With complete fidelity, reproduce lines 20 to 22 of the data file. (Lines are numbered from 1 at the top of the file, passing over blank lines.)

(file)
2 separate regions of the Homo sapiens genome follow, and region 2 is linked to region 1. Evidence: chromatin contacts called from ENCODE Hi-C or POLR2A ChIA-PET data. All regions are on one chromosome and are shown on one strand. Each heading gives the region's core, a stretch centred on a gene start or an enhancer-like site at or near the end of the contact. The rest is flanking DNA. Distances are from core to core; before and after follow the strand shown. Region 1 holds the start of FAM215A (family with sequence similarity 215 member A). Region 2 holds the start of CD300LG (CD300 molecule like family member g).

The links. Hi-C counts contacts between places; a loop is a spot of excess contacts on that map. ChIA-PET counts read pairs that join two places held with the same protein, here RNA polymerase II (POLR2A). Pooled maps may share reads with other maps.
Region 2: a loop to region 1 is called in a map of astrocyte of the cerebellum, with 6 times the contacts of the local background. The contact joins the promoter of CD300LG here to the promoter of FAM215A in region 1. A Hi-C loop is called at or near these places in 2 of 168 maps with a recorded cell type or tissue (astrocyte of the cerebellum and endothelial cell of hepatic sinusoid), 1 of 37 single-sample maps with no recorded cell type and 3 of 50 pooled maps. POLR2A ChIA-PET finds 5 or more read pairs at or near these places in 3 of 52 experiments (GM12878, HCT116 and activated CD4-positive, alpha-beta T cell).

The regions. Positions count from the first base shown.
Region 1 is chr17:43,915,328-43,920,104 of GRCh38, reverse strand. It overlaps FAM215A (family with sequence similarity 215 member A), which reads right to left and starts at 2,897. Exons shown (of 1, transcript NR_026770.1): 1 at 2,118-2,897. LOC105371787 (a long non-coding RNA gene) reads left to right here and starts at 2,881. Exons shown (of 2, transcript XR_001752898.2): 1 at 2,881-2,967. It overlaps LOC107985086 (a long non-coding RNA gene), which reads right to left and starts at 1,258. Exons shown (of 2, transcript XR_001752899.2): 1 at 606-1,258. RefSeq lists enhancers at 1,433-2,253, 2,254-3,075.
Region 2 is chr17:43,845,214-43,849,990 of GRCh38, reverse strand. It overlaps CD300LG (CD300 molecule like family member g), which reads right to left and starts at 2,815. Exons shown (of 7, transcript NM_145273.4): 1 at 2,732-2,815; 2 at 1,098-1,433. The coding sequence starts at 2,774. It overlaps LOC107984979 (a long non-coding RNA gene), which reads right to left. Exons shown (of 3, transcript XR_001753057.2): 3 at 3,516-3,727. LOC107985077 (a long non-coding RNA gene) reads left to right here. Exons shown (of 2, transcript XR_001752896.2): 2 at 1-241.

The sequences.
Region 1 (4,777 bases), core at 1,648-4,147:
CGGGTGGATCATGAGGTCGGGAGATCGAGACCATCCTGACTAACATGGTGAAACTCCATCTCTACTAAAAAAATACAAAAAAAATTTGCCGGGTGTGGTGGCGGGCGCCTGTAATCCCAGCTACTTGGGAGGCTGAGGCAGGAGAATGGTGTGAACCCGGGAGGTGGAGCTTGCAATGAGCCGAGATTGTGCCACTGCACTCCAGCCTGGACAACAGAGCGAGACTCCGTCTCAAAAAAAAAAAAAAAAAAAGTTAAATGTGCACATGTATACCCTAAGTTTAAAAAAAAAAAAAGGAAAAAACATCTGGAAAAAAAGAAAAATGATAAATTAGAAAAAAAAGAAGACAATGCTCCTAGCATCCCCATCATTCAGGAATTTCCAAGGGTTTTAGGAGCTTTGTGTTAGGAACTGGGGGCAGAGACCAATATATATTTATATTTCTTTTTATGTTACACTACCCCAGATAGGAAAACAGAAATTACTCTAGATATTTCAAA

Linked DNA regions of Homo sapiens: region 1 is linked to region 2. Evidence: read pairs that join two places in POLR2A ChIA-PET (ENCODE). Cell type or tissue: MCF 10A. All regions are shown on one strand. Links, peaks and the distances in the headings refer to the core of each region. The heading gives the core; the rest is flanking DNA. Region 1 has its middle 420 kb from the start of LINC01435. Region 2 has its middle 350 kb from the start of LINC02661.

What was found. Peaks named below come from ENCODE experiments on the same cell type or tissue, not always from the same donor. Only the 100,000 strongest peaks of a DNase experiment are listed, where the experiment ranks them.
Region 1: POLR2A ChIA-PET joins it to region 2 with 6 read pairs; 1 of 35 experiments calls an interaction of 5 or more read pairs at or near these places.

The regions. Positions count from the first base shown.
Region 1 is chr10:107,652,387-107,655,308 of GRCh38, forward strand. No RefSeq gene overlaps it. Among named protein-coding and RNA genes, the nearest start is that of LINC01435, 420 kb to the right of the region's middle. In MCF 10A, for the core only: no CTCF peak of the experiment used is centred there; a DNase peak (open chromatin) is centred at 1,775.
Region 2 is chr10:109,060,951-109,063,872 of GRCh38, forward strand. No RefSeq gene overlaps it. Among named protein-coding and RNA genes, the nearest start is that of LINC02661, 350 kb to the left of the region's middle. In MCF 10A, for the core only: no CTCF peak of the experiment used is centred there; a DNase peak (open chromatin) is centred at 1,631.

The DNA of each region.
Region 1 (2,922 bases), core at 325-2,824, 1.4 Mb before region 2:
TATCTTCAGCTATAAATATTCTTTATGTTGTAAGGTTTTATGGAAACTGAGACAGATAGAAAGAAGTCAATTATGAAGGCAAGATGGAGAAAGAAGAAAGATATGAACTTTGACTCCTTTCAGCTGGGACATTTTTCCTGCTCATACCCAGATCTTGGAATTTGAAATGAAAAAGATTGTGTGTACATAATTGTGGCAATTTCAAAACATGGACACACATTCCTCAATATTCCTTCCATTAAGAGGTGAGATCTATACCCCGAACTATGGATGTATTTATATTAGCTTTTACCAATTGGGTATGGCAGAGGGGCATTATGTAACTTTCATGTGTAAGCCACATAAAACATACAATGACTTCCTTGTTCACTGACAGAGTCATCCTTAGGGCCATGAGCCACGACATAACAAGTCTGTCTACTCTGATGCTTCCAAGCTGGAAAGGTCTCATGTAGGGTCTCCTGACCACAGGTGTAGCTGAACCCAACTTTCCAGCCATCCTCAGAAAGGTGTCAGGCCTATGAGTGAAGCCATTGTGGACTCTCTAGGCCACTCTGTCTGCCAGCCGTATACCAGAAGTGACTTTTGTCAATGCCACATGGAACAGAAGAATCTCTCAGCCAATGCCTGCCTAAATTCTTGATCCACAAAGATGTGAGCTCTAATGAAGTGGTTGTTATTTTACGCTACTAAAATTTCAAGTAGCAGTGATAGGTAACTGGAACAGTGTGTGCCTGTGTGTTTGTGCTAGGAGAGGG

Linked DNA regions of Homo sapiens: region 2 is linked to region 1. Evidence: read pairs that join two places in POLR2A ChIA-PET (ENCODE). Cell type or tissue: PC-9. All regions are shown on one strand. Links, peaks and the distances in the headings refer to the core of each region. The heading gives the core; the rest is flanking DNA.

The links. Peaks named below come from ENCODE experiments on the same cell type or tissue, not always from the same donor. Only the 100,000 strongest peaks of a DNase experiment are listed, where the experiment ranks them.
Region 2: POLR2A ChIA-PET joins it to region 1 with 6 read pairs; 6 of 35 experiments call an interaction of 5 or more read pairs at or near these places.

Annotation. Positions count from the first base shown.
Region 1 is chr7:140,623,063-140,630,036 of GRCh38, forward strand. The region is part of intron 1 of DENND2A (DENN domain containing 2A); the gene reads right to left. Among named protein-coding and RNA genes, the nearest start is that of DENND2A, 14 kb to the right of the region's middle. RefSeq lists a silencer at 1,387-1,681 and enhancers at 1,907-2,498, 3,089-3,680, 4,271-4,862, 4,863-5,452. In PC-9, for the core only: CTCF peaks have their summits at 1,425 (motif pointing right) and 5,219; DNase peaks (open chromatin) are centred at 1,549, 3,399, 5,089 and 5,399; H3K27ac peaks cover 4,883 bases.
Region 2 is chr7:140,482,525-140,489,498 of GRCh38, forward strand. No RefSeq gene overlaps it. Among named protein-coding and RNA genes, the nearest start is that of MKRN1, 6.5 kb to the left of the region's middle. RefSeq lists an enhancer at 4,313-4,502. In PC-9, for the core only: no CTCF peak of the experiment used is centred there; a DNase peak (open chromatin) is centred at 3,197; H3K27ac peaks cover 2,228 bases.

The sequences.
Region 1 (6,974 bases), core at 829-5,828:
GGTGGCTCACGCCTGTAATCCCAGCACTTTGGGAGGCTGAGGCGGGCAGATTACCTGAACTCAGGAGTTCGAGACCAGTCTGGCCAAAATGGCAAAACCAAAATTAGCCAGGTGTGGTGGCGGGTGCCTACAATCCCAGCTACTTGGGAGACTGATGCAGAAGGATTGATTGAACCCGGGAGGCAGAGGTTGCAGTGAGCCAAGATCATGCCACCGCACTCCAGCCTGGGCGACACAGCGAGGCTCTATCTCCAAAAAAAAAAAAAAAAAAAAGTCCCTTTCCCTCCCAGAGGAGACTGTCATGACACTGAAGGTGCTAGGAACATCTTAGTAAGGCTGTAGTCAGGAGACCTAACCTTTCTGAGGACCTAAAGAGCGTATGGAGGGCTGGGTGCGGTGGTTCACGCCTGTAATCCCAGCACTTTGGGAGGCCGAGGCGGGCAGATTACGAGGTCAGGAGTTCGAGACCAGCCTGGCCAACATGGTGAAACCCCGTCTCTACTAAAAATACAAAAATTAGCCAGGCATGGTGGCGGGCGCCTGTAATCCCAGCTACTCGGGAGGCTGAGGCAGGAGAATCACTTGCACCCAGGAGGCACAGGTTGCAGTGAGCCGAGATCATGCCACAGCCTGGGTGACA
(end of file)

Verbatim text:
The links. Peaks named below come from ENCODE experiments on the same cell type or tissue, not always from the same donor. Only the 100,000 strongest peaks of a DNase experiment are listed, where the experiment ranks them.
Region 2: POLR2A ChIA-PET joins it to region 1 with 6 read pairs; 6 of 35 experiments call an interaction of 5 or more read pairs at or near these places.

Annotation. Positions count from the first base shown.